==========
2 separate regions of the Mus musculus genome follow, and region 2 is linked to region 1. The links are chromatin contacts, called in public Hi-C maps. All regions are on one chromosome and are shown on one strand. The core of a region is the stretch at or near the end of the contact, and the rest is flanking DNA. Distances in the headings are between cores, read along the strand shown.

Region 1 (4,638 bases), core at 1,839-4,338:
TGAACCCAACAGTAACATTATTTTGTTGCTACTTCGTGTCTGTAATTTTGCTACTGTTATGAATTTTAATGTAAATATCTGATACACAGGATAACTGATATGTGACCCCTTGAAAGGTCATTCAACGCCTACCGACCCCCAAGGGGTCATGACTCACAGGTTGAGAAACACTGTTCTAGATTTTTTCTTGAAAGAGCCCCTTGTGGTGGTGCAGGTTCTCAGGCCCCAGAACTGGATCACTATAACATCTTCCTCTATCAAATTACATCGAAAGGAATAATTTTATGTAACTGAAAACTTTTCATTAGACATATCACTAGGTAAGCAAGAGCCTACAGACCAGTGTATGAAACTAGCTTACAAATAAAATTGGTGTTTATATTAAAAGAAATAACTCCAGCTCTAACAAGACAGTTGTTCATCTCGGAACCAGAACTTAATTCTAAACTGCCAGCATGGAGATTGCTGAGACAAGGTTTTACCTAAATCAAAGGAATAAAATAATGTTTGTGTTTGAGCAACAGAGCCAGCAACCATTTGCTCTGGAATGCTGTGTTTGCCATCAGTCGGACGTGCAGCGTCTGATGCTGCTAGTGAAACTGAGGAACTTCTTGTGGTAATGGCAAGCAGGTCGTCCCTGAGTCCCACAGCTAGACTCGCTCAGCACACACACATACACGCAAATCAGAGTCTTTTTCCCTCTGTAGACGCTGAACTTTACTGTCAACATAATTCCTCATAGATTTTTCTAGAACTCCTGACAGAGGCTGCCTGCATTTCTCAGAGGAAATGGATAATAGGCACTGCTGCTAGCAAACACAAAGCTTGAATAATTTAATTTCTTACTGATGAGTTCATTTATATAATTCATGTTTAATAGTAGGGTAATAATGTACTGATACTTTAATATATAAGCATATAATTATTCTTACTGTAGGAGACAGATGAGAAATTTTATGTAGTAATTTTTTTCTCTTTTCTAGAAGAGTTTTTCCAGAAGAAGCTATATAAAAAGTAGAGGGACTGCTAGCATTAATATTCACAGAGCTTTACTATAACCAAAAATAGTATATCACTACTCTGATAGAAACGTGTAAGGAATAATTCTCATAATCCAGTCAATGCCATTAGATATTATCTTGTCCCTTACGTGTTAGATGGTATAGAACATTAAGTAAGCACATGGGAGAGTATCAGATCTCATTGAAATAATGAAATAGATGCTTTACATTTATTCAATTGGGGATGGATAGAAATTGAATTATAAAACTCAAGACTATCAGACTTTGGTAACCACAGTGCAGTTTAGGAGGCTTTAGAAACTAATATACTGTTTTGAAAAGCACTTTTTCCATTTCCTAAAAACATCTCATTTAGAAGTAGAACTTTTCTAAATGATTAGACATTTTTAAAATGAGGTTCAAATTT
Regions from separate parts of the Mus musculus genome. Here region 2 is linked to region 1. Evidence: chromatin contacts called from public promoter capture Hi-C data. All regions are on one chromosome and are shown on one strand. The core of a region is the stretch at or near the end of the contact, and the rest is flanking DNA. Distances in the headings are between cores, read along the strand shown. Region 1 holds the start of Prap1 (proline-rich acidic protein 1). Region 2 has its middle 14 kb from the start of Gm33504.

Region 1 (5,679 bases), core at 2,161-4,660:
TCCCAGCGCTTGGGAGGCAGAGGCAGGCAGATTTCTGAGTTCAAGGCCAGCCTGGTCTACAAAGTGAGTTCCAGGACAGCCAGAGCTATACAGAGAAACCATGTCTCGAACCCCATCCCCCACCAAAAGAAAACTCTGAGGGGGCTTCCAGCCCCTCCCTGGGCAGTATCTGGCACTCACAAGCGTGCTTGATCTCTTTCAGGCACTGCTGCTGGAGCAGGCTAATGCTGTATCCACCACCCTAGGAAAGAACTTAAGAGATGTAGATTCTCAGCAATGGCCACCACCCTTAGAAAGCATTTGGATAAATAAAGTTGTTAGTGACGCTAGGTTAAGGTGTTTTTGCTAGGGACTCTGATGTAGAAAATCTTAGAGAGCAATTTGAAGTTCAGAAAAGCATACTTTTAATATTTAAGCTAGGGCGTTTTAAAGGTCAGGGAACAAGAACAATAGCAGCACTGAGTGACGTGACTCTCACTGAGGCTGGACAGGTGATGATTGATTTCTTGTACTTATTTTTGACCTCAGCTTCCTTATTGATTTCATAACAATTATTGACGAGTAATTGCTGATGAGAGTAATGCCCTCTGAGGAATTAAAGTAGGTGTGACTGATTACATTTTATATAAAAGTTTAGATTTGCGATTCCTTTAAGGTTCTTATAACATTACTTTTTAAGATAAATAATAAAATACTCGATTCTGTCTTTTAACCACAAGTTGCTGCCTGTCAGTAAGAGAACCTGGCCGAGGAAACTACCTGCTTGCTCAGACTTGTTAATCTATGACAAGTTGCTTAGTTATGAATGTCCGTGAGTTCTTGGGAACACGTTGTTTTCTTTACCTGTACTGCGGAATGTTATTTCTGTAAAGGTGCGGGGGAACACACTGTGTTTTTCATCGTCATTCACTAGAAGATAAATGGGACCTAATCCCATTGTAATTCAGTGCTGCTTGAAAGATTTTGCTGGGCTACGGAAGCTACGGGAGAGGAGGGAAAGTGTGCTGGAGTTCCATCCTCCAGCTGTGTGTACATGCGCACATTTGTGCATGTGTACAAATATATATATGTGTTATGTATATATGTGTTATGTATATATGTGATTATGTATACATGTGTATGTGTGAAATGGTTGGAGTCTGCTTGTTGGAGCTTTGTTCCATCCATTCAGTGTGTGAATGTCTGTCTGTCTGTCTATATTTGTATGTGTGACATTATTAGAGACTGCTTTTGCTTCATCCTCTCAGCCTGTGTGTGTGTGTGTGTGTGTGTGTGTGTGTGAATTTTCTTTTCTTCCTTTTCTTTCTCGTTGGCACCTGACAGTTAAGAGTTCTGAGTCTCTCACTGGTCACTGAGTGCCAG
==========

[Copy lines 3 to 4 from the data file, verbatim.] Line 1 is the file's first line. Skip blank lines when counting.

TGAACCCAACAGTAACATTATTTTGTTGCTACTTCGTGTCTGTAATTTTGCTACTGTTATGAATTTTAATGTAAATATCTGATACACAGGATAACTGATATGTGACCCCTTGAAAGGTCATTCAACGCCTACCGACCCCCAAGGGGTCATGACTCACAGGTTGAGAAACACTGTTCTAGATTTTTTCTTGAAAGAGCCCCTTGTGGTGGTGCAGGTTCTCAGGCCCCAGAACTGGATCACTATAACATCTTCCTCTATCAAATTACATCGAAAGGAATAATTTTATGTAACTGAAAACTTTTCATTAGACATATCACTAGGTAAGCAAGAGCCTACAGACCAGTGTATGAAACTAGCTTACAAATAAAATTGGTGTTTATATTAAAAGAAATAACTCCAGCTCTAACAAGACAGTTGTTCATCTCGGAACCAGAACTTAATTCTAAACTGCCAGCATGGAGATTGCTGAGACAAGGTTTTACCTAAATCAAAGGAATAAAATAATGTTTGTGTTTGAGCAACAGAGCCAGCAACCATTTGCTCTGGAATGCTGTGTTTGCCATCAGTCGGACGTGCAGCGTCTGATGCTGCTAGTGAAACTGAGGAACTTCTTGTGGTAATGGCAAGCAGGTCGTCCCTGAGTCCCACAGCTAGACTCGCTCAGCACACACACATACACGCAAATCAGAGTCTTTTTCCCTCTGTAGACGCTGAACTTTACTGTCAACATAATTCCTCATAGATTTTTCTAGAACTCCTGACAGAGGCTGCCTGCATTTCTCAGAGGAAATGGATAATAGGCACTGCTGCTAGCAAACACAAAGCTTGAATAATTTAATTTCTTACTGATGAGTTCATTTATATAATTCATGTTTAATAGTAGGGTAATAATGTACTGATACTTTAATATATAAGCATATAATTATTCTTACTGTAGGAGACAGATGAGAAATTTTATGTAGTAATTTTTTTCTCTTTTCTAGAAGAGTTTTTCCAGAAGAAGCTATATAAAAAGTAGAGGGACTGCTAGCATTAATATTCACAGAGCTTTACTATAACCAAAAATAGTATATCACTACTCTGATAGAAACGTGTAAGGAATAATTCTCATAATCCAGTCAATGCCATTAGATATTATCTTGTCCCTTACGTGTTAGATGGTATAGAACATTAAGTAAGCACATGGGAGAGTATCAGATCTCATTGAAATAATGAAATAGATGCTTTACATTTATTCAATTGGGGATGGATAGAAATTGAATTATAAAACTCAAGACTATCAGACTTTGGTAACCACAGTGCAGTTTAGGAGGCTTTAGAAACTAATATACTGTTTTGAAAAGCACTTTTTCCATTTCCTAAAAACATCTCATTTAGAAGTAGAACTTTTCTAAATGATTAGACATTTTTAAAATGAGGTTCAAATTT
Regions from separate parts of the Mus musculus genome. Here region 2 is linked to region 1. Evidence: chromatin contacts called from public promoter capture Hi-C data. All regions are on one chromosome and are shown on one strand. The core of a region is the stretch at or near the end of the contact, and the rest is flanking DNA. Distances in the headings are between cores, read along the strand shown. Region 1 holds the start of Prap1 (proline-rich acidic protein 1). Region 2 has its middle 14 kb from the start of Gm33504.